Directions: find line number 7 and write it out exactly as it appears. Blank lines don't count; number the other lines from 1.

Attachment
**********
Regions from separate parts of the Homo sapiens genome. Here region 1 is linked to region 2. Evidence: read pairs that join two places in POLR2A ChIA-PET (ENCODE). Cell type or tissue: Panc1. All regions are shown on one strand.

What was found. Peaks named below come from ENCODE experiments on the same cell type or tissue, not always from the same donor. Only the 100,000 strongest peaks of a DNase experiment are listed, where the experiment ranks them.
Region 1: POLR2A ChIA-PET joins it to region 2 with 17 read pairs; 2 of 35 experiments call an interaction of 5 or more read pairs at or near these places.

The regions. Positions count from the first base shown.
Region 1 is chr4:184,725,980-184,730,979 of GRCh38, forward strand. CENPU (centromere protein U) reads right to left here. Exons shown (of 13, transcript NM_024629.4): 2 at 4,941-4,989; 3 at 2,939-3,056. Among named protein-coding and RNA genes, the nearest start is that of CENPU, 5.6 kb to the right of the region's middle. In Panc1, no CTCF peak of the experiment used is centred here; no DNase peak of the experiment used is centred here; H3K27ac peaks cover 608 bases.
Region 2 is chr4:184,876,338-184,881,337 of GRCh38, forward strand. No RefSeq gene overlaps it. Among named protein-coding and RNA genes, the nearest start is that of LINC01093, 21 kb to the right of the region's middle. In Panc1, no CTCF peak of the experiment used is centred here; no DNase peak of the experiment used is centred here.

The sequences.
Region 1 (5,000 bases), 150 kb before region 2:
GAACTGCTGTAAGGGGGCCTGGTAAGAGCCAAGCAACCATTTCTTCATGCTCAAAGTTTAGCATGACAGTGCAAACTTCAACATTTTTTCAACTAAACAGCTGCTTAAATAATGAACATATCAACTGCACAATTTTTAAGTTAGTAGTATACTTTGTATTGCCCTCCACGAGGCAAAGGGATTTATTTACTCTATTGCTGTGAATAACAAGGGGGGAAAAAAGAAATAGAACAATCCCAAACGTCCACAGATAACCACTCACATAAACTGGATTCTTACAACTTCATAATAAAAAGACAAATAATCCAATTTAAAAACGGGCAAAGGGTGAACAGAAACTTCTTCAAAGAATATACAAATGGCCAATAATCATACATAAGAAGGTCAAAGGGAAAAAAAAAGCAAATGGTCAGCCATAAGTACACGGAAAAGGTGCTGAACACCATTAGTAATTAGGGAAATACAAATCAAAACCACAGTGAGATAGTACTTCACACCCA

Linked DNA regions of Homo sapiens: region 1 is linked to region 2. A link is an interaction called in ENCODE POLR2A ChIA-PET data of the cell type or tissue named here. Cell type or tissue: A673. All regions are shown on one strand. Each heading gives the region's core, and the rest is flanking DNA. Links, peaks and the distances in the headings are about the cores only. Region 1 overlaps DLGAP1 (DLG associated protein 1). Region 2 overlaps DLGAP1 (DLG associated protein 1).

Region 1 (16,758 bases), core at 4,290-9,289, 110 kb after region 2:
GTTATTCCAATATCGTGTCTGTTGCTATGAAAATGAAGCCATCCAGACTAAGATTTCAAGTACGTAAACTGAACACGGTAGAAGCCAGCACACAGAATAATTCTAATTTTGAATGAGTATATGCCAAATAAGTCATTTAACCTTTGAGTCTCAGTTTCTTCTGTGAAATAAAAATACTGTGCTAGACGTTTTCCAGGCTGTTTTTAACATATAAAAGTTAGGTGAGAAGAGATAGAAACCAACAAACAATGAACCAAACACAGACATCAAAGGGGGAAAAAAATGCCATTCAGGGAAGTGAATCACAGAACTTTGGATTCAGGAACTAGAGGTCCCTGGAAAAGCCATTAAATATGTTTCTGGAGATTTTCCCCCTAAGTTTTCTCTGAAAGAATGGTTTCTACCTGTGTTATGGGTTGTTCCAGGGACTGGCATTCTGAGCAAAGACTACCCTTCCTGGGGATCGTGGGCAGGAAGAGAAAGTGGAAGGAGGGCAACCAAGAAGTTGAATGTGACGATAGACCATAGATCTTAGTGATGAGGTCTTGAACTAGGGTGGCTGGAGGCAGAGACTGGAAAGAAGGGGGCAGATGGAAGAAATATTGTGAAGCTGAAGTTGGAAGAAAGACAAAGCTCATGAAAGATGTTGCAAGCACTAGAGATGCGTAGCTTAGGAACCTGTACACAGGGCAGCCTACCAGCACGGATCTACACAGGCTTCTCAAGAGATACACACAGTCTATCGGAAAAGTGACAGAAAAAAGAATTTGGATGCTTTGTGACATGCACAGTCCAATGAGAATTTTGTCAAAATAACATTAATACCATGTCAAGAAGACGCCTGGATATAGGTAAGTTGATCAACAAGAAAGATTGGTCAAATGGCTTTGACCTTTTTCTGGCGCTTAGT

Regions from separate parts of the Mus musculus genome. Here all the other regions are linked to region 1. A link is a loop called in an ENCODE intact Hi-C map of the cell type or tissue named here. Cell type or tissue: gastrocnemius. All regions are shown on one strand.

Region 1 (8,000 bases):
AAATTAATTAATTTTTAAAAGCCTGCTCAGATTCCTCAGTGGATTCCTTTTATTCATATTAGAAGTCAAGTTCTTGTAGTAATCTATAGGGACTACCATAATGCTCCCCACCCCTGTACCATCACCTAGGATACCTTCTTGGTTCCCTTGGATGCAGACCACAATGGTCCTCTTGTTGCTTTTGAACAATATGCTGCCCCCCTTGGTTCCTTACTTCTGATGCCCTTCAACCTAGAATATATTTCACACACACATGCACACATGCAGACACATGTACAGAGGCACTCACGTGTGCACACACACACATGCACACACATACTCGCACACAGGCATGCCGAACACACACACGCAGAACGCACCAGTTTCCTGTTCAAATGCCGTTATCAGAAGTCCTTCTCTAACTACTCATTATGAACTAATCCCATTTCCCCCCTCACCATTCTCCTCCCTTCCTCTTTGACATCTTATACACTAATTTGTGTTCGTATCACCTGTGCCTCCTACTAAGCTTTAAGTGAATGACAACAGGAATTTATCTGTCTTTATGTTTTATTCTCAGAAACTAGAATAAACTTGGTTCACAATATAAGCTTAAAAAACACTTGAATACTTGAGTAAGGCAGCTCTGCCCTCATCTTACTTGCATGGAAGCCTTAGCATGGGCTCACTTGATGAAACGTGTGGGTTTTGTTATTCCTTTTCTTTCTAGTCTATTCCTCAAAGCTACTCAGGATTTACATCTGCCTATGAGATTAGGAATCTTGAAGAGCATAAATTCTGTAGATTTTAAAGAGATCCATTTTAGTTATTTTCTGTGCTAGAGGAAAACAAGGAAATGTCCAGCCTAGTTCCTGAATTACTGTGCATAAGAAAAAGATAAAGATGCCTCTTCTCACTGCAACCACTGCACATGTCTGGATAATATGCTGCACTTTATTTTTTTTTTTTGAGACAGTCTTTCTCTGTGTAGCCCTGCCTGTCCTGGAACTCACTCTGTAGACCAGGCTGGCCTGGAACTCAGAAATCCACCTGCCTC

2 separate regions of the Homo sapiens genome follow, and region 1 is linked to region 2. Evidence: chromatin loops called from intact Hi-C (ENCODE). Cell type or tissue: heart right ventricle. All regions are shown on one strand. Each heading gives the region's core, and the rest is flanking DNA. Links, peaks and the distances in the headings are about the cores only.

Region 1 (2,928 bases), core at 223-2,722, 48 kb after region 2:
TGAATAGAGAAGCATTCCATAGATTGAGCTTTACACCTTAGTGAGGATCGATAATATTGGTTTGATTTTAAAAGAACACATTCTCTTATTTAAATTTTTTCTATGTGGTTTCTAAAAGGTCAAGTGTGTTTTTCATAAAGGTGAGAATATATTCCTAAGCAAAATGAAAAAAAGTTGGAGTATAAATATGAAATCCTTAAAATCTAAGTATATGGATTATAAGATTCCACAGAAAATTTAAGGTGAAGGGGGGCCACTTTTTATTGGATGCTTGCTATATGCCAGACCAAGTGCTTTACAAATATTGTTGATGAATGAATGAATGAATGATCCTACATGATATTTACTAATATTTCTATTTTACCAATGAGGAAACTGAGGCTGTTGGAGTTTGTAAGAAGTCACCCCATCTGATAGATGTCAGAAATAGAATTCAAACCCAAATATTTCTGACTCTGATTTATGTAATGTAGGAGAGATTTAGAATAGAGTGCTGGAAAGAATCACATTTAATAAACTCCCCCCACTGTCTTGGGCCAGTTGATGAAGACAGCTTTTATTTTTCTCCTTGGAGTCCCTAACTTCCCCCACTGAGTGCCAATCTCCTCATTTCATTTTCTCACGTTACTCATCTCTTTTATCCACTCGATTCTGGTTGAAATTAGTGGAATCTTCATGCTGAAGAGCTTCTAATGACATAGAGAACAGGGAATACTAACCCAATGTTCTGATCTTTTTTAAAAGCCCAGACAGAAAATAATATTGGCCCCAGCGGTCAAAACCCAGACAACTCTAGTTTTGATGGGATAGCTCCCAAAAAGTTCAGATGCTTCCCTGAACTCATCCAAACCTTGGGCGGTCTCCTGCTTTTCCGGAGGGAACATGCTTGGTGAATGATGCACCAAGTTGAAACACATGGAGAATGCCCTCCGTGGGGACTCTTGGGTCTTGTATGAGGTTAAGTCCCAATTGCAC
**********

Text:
The sequences.